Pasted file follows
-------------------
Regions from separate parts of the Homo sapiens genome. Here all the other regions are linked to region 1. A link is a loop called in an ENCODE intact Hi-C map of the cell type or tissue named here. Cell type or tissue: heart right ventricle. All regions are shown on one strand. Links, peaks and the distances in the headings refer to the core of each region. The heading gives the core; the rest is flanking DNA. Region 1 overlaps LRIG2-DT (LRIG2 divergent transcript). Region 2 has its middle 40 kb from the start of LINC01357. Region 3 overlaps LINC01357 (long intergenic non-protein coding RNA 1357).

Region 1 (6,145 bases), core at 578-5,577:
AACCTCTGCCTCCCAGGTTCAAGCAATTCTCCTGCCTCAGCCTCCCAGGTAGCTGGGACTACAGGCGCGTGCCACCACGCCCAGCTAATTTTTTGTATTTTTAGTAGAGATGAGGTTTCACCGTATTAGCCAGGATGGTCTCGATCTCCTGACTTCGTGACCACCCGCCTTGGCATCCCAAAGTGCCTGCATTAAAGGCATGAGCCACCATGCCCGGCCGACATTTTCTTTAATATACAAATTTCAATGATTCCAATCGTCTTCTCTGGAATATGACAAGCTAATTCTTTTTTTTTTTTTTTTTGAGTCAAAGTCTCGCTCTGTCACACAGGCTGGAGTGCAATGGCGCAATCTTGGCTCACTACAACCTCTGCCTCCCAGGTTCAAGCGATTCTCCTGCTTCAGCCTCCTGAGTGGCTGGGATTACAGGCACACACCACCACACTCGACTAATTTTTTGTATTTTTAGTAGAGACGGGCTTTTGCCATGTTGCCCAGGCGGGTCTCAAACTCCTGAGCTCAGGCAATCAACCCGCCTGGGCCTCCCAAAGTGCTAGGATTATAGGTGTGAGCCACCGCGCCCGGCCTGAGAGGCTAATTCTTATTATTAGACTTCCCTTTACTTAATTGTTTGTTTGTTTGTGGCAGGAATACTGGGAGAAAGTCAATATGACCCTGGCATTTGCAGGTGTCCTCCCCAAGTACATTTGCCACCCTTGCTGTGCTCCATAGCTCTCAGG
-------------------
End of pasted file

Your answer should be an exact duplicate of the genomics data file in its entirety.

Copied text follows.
Regions from separate parts of the Homo sapiens genome. Here all the other regions are linked to region 1. A link is a loop called in an ENCODE intact Hi-C map of the cell type or tissue named here. Cell type or tissue: heart right ventricle. All regions are shown on one strand. Links, peaks and the distances in the headings refer to the core of each region. The heading gives the core; the rest is flanking DNA. Region 1 overlaps LRIG2-DT (LRIG2 divergent transcript). Region 2 has its middle 40 kb from the start of LINC01357. Region 3 overlaps LINC01357 (long intergenic non-protein coding RNA 1357).

Region 1 (6,145 bases), core at 578-5,577:
AACCTCTGCCTCCCAGGTTCAAGCAATTCTCCTGCCTCAGCCTCCCAGGTAGCTGGGACTACAGGCGCGTGCCACCACGCCCAGCTAATTTTTTGTATTTTTAGTAGAGATGAGGTTTCACCGTATTAGCCAGGATGGTCTCGATCTCCTGACTTCGTGACCACCCGCCTTGGCATCCCAAAGTGCCTGCATTAAAGGCATGAGCCACCATGCCCGGCCGACATTTTCTTTAATATACAAATTTCAATGATTCCAATCGTCTTCTCTGGAATATGACAAGCTAATTCTTTTTTTTTTTTTTTTTGAGTCAAAGTCTCGCTCTGTCACACAGGCTGGAGTGCAATGGCGCAATCTTGGCTCACTACAACCTCTGCCTCCCAGGTTCAAGCGATTCTCCTGCTTCAGCCTCCTGAGTGGCTGGGATTACAGGCACACACCACCACACTCGACTAATTTTTTGTATTTTTAGTAGAGACGGGCTTTTGCCATGTTGCCCAGGCGGGTCTCAAACTCCTGAGCTCAGGCAATCAACCCGCCTGGGCCTCCCAAAGTGCTAGGATTATAGGTGTGAGCCACCGCGCCCGGCCTGAGAGGCTAATTCTTATTATTAGACTTCCCTTTACTTAATTGTTTGTTTGTTTGTGGCAGGAATACTGGGAGAAAGTCAATATGACCCTGGCATTTGCAGGTGTCCTCCCCAAGTACATTTGCCACCCTTGCTGTGCTCCATAGCTCTCAGG